For Immediate Release: Tuesday, May 31, 2011
Contact: Phoebe Silag or Karen Conner, firstname.lastname@example.org 202-775-8810
EPI report tallies impact of Obama administration EPA rules
New Environmental Protection Agency (EPA) regulations formulated by the Obama Administration will be of tremendous benefit to public health, and the combined cost of the rules – both finalized and proposed – will not stifle economic or job growth in the near-term or in the future, concludes a new study released today by the Economic Policy Institute (EPI). Tallying up the impact of new EPA rules, by EPI Director of Regulatory Policy Research Isaac Shapiro, is the only comprehensive tally of the new major EPA rules, combining a wide range of cost and benefit estimates that have previously been discussed separately but not in combination. It debunks arguments that the cumulative impact of these rules would harm the struggling economy.
The study finds that the combined annual benefits from all the major EPA regulations finalized so far under the Obama Administration exceed their costs by $32 billion to $142 billion a year (the report focuses just on major rules for which cost-benefit data are available). This reflects a benefit-to-cost ratio ranging from 4-to-1 to 22-to-1. The costs are small — representing only a tiny fraction of the economy (0.1 percent) – but the benefit in lives saved and illnesses avoided when there is less mercury, dioxin, and other deadly pollutants in the air and water is enormous
Shapiro includes a similar analysis of the administration’s proposed major rules, with even more striking results. The combined annual benefits from the four proposed rules examined in the report exceed their costs by $160 billion to $440 billion a year. The benefit/cost ratio ranges from 12-to-1 to 32-to-1.
Even if all the final and proposed major rules are added together, their costs are still modest. When fully in effect in 2020, the combined costs of the major EPA rules finalized and proposed so far during the Obama Administration would amount to about 0.3 percent of the economy (this particular combined calculation overstates costs somewhat because it entails some unavoidable double-counting).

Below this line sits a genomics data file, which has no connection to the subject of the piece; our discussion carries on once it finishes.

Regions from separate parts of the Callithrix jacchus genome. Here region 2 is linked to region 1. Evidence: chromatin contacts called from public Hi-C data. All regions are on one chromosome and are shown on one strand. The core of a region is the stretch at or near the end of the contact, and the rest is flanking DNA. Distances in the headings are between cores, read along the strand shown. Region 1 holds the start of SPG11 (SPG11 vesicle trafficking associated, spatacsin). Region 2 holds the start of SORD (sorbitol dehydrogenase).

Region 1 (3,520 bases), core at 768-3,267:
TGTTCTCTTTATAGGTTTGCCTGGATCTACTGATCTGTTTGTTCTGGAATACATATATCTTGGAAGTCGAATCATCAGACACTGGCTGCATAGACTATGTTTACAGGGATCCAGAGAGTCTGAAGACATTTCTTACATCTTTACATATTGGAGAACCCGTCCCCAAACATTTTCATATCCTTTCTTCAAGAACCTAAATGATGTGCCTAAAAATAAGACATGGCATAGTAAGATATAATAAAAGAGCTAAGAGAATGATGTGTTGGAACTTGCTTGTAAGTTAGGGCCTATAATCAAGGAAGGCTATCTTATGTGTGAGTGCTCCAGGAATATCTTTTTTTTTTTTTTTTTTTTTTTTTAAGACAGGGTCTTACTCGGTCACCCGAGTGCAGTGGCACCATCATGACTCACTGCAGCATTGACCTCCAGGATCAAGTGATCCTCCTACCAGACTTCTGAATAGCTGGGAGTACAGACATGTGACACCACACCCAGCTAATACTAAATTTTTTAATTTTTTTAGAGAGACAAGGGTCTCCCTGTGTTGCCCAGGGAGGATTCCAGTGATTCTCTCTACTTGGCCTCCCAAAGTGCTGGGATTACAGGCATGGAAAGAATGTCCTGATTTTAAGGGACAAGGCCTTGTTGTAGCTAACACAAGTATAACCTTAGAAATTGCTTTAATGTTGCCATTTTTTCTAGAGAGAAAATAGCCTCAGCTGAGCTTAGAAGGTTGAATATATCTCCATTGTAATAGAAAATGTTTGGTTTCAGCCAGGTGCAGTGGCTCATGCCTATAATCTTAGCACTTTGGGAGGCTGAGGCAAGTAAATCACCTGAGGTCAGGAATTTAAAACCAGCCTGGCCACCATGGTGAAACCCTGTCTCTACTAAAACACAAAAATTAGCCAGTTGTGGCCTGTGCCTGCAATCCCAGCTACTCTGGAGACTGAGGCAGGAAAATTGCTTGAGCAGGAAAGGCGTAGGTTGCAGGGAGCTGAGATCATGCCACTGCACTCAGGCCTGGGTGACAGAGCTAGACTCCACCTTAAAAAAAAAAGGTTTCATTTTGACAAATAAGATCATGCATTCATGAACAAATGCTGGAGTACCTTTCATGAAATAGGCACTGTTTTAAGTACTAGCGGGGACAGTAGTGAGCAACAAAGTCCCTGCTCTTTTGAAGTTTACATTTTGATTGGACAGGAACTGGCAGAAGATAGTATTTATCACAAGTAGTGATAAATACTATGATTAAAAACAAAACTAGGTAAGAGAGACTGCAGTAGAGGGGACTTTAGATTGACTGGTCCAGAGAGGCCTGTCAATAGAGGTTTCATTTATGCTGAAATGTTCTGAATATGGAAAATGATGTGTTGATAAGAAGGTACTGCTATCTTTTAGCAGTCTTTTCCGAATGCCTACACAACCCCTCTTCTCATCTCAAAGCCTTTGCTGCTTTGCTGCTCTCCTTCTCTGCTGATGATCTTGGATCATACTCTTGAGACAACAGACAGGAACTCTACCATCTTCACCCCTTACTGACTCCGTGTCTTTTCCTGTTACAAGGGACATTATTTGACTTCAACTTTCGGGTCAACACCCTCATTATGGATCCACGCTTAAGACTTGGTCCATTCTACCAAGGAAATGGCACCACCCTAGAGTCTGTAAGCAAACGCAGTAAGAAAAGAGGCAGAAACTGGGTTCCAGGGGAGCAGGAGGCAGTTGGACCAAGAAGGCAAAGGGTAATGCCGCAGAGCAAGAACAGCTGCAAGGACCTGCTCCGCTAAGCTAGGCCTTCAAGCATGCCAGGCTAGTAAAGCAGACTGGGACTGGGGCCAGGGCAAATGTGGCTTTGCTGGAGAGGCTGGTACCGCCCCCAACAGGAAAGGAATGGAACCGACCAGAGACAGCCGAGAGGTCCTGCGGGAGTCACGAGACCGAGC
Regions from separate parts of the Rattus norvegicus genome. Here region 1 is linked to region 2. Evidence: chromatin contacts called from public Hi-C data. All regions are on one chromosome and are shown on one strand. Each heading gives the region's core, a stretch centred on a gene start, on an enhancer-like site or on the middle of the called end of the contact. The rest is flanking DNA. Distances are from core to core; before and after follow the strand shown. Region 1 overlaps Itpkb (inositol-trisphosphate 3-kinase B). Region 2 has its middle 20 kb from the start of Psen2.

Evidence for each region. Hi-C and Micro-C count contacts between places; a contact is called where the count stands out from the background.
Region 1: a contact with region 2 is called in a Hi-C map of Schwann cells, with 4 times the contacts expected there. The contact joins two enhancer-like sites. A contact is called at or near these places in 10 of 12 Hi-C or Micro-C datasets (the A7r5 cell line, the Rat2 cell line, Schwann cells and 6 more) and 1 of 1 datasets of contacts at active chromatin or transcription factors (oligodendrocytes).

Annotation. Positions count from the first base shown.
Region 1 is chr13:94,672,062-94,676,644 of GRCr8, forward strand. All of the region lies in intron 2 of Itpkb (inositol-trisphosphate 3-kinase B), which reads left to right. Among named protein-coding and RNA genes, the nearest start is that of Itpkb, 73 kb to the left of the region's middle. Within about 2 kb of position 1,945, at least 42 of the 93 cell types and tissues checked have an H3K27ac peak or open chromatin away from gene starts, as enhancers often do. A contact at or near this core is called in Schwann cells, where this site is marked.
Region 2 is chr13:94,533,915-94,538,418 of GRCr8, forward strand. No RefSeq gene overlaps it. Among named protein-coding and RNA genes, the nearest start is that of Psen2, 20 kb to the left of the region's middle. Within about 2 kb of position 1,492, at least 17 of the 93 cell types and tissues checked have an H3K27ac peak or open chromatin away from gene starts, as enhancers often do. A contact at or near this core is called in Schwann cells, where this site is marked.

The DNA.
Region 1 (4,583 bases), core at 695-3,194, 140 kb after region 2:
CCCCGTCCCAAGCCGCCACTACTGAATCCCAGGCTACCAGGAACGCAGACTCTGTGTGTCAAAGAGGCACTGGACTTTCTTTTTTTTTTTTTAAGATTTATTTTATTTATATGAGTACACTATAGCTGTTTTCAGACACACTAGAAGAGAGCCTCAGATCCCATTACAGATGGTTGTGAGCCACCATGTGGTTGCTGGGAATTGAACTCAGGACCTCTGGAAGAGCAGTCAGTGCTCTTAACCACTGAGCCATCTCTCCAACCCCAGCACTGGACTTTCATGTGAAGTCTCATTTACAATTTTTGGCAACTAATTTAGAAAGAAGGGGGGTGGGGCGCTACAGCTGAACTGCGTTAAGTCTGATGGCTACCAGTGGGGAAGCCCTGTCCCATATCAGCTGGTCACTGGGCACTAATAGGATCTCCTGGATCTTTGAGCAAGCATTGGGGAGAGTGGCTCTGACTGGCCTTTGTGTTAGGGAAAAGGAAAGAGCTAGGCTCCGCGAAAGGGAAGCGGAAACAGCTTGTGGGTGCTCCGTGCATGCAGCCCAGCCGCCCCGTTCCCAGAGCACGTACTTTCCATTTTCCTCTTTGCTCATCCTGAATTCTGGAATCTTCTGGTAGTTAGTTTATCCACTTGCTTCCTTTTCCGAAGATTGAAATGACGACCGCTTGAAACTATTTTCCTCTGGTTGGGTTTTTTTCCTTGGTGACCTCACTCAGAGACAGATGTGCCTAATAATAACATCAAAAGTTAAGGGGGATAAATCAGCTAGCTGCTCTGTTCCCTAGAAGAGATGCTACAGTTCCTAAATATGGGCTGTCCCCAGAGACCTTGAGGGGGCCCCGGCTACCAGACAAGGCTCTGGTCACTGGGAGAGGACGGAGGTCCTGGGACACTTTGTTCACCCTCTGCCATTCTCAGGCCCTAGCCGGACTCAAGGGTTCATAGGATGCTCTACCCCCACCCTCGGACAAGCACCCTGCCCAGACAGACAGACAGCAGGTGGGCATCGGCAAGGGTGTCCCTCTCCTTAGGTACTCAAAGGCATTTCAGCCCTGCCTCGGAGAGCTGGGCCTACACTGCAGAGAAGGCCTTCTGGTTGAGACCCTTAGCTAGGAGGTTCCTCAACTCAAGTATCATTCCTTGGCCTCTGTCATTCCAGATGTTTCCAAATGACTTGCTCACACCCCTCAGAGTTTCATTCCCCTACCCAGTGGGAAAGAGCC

“The results of this uniquely comprehensive study clearly show how modest the costs of these regulations are relative to the size of the economy. When you factor in the extended period over which they will take effect, these rules will not stifle economic or job growth,” said Shapiro.
The health benefits from the rules finalized and proposed by the administration would be great, concluded the study. For instance, the proposed air toxics rule, which regulates the amount of hazardous pollutants emitted, would have the following estimated health benefits in 2016:
- 6,800–17,000 lives saved
- 11,000 fewer heart attacks
- 12,200 fewer hospital and emergency room visits
- 225,000 fewer cases of respiratory symptoms
- 850,000 more work days (because workers are not too sick to go to work)
“Too often, the debate over environmental regulation is dominated by rhetorical claims that ignore the benefits of protecting the environment and public health,” said Michael Livermore, executive director of the Institute for Policy Integrity at New York University School of Law. “The careful estimates in EPI’s report shed essential light on EPA’s sound use of cost-benefit analysis and suggest that the Obama Administration’s environmental rules would substantially benefit the American public without entailing large costs to the economy.”